Stroll Through Lotusland, the Fantastical Botanic Garden of Your Dreams
In Montecito, California, “Madame” Ganna Walska created one of the most unique public botanic gardens in the world. Take a look inside.
Anyone who’s ever visited the botanic garden Ganna Walska Lotusland, which is situated on a formerly private estate in Montecito, California, knows that it was created by a true original. “Madame” Ganna Walska was born in Poland, married a Russian baron, toured as an opera singer, married five more times, became a widely known spiritual seeker, and spent 43 years creating one of the most unique public botanic gardens in the world.
Spread over 37 acres, Lotusland is not merely home to more than 3,400 types of plants—including at least 35,000 individual specimens—it inspires a sense of unfettered wonder in all who visit.
“Lotusland resonates with people because there’s this fantastical nature to the garden, coupled with a very vital and dynamic plant collection that’s displayed like nowhere else,” says Rebecca Anderson, the garden’s executive director.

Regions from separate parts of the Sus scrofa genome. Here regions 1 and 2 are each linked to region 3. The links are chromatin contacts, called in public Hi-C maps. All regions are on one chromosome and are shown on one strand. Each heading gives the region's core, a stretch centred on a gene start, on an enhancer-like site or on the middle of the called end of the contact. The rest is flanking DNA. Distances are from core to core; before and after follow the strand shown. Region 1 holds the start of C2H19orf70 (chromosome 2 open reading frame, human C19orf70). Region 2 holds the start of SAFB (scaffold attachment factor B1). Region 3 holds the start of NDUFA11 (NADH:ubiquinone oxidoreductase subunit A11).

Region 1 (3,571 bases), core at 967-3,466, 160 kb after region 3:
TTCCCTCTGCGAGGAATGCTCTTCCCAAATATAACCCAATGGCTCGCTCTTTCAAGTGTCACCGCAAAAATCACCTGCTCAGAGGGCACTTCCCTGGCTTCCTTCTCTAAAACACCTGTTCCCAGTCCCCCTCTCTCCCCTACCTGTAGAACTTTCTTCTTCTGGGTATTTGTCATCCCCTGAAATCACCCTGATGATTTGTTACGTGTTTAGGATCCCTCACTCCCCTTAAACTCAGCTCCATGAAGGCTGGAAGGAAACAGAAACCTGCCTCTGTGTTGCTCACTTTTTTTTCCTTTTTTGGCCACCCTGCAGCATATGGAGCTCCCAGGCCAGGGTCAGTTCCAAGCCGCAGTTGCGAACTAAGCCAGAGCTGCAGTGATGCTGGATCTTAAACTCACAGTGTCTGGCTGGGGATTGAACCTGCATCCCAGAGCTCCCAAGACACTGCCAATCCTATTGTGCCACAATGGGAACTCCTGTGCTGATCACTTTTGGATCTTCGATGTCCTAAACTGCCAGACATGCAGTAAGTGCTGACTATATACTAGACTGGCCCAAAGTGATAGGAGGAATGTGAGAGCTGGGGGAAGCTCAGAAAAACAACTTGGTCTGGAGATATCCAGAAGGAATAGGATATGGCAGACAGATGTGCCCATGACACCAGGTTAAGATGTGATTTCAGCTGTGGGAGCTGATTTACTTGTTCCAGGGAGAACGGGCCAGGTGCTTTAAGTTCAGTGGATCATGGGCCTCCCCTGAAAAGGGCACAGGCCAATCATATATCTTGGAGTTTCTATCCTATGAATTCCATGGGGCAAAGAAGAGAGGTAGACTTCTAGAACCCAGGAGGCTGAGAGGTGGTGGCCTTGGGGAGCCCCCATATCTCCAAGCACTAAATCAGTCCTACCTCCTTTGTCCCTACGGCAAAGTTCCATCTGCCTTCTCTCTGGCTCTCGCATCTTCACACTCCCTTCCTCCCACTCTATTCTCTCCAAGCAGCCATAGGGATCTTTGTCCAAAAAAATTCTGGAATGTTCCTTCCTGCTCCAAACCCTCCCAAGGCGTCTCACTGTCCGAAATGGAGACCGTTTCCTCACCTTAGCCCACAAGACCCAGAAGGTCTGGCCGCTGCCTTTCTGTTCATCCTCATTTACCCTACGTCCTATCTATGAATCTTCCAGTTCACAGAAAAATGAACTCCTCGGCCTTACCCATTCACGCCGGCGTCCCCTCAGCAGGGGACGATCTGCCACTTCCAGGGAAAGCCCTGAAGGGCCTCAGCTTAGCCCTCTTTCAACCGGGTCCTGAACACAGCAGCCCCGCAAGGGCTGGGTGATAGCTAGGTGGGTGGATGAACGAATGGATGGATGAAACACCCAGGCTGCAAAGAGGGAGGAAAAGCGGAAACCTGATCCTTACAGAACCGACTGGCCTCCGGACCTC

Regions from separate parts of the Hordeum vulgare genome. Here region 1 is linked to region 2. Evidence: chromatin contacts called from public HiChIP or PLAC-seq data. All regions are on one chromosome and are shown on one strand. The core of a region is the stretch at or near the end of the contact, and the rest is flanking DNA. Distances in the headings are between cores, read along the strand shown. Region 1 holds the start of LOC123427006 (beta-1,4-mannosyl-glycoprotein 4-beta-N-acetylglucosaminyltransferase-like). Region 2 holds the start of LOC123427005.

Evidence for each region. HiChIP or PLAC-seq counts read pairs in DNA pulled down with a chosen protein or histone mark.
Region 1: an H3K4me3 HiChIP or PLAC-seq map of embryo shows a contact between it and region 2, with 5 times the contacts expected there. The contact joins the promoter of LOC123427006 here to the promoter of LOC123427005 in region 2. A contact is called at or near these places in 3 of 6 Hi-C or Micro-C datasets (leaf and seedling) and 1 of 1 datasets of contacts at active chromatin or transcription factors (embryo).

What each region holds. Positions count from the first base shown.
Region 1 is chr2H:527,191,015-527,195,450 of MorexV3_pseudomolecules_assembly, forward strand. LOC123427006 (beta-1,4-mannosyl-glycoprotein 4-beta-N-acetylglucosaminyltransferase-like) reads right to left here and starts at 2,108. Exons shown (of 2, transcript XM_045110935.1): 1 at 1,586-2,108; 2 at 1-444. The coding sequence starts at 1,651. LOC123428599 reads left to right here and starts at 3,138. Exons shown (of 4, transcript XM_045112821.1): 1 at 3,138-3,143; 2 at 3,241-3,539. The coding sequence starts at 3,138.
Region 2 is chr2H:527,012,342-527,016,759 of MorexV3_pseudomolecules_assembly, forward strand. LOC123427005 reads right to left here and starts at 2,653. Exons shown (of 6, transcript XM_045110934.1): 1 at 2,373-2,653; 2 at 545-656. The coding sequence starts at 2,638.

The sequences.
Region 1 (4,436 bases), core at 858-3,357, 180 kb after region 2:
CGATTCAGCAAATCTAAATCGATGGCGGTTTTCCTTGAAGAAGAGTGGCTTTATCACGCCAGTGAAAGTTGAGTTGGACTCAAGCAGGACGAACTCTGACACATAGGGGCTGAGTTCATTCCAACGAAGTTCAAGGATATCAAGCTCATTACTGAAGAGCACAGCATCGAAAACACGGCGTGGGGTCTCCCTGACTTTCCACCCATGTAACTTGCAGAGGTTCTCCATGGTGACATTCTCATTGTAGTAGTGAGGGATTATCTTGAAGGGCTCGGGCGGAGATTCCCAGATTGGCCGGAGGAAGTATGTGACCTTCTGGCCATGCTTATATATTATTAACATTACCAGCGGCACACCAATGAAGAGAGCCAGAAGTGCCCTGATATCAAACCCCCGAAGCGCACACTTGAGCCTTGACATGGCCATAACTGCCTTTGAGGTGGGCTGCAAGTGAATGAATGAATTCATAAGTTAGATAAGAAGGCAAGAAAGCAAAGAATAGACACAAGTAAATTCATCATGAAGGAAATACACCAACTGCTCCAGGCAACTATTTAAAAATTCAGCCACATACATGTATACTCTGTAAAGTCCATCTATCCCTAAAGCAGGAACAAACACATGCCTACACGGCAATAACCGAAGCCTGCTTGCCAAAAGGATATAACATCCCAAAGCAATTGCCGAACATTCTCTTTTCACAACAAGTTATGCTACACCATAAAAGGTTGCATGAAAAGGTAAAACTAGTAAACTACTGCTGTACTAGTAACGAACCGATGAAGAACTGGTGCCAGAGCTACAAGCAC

The whimsy she speaks of is everywhere: A true collector, Walska populated the gardens with fountains made of large clamshells, a lion sculpture with a tangle of Spanish moss for hair, and commedia dell’arte-style grotesques that populate the Theater Garden like naughty woodland sprites.
The plantings themselves display her unique sensibilities, as well. From the Bromeliad Garden, which includes a rare bromeliad that produces edible fruit, to the repetition of golden barrel cactus in front of the estate, Walska was known to employ respected landscape architects like Lockwood de Forest, Jr. to help her, but only insofar as she wanted to be helped.
“In the end,” Anderson says, “she was the artist with the paintbrush.”
“Had she played by the rules of traditional design or kept to herself when people told her the rights and the wrongs of how to approach this property,” Anderson continues, “it never would have been as wonderful.”
Reservations for Lotusland can be made by calling 805-969-9990, or online at lotusland.org.